Question: Father always says that Korean is very scientific, yet many Westerners cannot see anything scientific about the structure of Korean. Can you explain this?

Answer: When Father says Korean is scientific, he means it is logical from the viewpoint of Oriental philosophy. If you don't know Oriental philosophy and the cultural context of the Oriental mentality, you cannot see the logic of the Korean language. European languages don't seem logical either unless you know the culture and philosophy of those nations. Language is an extension, an outgrowth, a continuation, of culture. Korean is scientific in the sense that it is consistent with the philosophy of its culture. From this point of view, studying Korean is very exciting.

Last year I attended a lecture on the origins of the Korean alphabet. The speaker showed that there is a spiritual aspect to the Korean language. The scholars who created the alphabet in the 15th century wanted to make their language much more than a means of communication.

They wanted to be able to express the entire culture. It was also meant to strengthen the national identity of Koreans against the dominance of Chinese culture and language. Unlike Chinese, which has thousands of complex characters, the Korean alphabet was designed to be simpler and easier for everyone to learn.

Question: How has learning Korean helped you to understand Father's speeches?

Answer: Knowing Korean is, I think, essential for really understanding Father's heart. If someone is speaking in a language you understand, you hear not only his words but his spirit. You can sense his thinking and his feeling. You can even tell what he will say next. But if you use a translator, this spiritual awareness disappears.

Father emphasizes learning Korean because we can come to know his heart directly and share his eagerness to realize God's ideal. We need to learn Korean in order to inherit his desire to create a world of goodness.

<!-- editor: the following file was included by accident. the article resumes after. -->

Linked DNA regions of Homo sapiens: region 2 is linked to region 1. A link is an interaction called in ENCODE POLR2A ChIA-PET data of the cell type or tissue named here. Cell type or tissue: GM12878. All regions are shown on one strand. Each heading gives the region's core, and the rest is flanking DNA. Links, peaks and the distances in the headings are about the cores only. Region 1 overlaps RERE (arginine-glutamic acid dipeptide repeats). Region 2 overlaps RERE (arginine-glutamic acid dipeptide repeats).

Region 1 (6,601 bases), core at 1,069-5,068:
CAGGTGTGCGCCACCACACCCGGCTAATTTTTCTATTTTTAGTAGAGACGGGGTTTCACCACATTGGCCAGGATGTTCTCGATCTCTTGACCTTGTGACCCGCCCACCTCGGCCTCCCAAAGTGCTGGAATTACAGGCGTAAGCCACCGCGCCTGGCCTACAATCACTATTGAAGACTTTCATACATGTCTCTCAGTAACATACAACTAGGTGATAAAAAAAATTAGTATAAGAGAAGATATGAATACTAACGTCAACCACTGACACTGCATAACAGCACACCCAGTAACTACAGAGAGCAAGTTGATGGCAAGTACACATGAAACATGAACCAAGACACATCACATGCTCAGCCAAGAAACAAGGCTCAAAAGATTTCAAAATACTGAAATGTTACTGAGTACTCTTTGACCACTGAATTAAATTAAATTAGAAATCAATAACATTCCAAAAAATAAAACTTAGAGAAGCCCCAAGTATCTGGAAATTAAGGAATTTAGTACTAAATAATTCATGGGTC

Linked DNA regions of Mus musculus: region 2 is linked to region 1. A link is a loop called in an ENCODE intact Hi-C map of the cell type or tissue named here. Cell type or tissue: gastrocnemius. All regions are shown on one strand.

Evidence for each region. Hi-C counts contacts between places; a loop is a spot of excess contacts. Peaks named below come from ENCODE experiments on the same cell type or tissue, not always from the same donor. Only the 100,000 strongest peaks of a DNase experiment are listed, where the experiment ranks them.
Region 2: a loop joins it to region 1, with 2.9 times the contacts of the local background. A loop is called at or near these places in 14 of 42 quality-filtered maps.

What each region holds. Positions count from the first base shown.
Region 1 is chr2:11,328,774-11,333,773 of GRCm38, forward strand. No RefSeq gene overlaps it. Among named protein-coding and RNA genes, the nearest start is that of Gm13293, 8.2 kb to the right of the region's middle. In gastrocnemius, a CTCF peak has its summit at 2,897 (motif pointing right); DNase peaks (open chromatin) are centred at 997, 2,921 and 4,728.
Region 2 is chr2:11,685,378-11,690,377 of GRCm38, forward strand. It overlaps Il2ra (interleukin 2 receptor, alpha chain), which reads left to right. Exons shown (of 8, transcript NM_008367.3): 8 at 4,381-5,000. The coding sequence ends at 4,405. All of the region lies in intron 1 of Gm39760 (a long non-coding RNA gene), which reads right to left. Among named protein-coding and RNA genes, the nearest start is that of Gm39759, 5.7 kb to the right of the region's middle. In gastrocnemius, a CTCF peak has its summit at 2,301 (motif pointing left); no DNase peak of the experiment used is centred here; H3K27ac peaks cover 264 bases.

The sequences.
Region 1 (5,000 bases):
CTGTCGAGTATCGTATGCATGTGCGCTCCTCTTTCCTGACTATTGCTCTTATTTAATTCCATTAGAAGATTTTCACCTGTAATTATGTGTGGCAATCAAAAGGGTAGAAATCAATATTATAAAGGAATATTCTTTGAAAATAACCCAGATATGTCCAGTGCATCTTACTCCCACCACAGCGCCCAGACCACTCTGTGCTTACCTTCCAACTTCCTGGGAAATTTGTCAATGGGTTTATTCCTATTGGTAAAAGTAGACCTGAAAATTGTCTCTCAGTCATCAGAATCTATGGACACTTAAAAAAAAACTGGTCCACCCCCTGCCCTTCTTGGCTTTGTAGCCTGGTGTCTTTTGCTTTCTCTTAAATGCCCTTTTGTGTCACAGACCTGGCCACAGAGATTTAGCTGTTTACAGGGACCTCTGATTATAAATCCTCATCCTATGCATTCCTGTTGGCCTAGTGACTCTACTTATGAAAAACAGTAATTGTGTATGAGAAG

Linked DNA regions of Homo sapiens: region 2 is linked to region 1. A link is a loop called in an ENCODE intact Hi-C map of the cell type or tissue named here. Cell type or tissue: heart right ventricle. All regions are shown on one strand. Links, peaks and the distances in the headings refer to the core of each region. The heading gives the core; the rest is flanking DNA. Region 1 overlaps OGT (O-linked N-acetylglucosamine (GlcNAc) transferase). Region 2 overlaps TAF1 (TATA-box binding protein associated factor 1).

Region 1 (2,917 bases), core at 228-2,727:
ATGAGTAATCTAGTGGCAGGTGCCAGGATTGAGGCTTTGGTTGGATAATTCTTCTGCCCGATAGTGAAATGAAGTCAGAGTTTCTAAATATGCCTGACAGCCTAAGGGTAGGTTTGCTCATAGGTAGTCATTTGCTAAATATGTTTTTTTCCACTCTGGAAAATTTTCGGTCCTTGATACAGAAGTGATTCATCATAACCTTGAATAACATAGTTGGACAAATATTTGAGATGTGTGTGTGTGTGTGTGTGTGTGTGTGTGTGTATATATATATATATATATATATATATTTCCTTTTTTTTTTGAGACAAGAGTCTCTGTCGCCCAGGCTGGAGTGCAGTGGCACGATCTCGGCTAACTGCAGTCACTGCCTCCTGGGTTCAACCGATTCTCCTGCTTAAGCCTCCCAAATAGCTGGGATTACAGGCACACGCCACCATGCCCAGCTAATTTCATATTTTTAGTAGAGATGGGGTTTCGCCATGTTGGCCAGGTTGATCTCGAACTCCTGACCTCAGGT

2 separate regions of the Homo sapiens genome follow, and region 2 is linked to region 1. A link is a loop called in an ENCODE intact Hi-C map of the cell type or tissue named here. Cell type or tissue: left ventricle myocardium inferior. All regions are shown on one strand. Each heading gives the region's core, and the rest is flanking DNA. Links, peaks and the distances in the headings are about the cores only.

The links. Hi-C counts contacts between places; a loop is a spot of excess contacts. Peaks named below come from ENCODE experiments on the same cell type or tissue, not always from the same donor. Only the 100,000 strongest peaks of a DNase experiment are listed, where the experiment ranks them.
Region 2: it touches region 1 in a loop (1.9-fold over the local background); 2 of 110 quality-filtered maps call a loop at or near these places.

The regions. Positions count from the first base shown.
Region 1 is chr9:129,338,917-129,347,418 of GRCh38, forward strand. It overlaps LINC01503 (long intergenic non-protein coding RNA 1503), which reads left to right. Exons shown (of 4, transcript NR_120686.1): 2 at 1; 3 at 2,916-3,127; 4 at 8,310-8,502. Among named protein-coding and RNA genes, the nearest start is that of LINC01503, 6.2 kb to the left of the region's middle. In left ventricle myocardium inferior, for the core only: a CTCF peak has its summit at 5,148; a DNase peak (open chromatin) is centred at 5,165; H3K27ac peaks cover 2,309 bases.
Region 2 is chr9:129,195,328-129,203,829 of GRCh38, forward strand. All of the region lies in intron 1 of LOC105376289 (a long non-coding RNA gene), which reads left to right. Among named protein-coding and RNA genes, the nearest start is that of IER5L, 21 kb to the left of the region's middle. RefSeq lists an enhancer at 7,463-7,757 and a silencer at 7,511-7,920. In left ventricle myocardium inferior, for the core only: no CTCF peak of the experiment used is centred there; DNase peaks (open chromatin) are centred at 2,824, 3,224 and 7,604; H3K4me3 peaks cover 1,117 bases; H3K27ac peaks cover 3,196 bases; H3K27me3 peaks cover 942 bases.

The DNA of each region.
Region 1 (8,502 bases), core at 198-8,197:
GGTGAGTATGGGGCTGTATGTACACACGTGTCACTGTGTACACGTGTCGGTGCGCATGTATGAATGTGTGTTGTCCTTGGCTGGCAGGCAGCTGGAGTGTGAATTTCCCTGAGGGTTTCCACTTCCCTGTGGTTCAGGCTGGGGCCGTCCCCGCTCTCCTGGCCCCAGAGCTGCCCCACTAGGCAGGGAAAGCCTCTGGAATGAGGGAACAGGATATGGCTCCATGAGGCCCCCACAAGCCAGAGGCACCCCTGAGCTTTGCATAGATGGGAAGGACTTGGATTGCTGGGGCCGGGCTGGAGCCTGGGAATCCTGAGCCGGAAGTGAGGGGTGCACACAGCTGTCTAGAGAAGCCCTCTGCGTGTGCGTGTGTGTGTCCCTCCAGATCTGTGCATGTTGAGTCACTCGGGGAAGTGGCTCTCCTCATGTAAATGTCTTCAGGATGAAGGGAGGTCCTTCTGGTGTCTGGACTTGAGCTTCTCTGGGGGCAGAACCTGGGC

Also, if we can understand Korean language, culture, and history, we can understand the soil from which the flower of God's providence grows. The flower may be different from the soil, but they share the same essential elements. Understanding Korean tradition has helped me understand our church.

Question: Father always emphasizes that he is not promoting Korean tradition but heavenly tradition.

Answer: Yes, that's an important point. I think Korean members face a greater challenge in accepting heavenly tradition than Westerners do. For us, everything about heavenly culture is new and fresh. We go through a total change. But for many Koreans, it is difficult to distinguish between heavenly and Korean culture. It's easy for them to feel Korean culture is good enough.

Father emphasizes heavenly tradition, not Korean tradition. There are many things in our church that shock Koreans who are not members. Our church traditions are not simply Korean. While they have a Korean flavor and color, it was God who created them. We should understand Korean culture, language, and history not for themselves but in order to understand Father. We need to understand the character of the nation that was called to give birth to the one who had the sensitivity to receive God's principle, our True Father.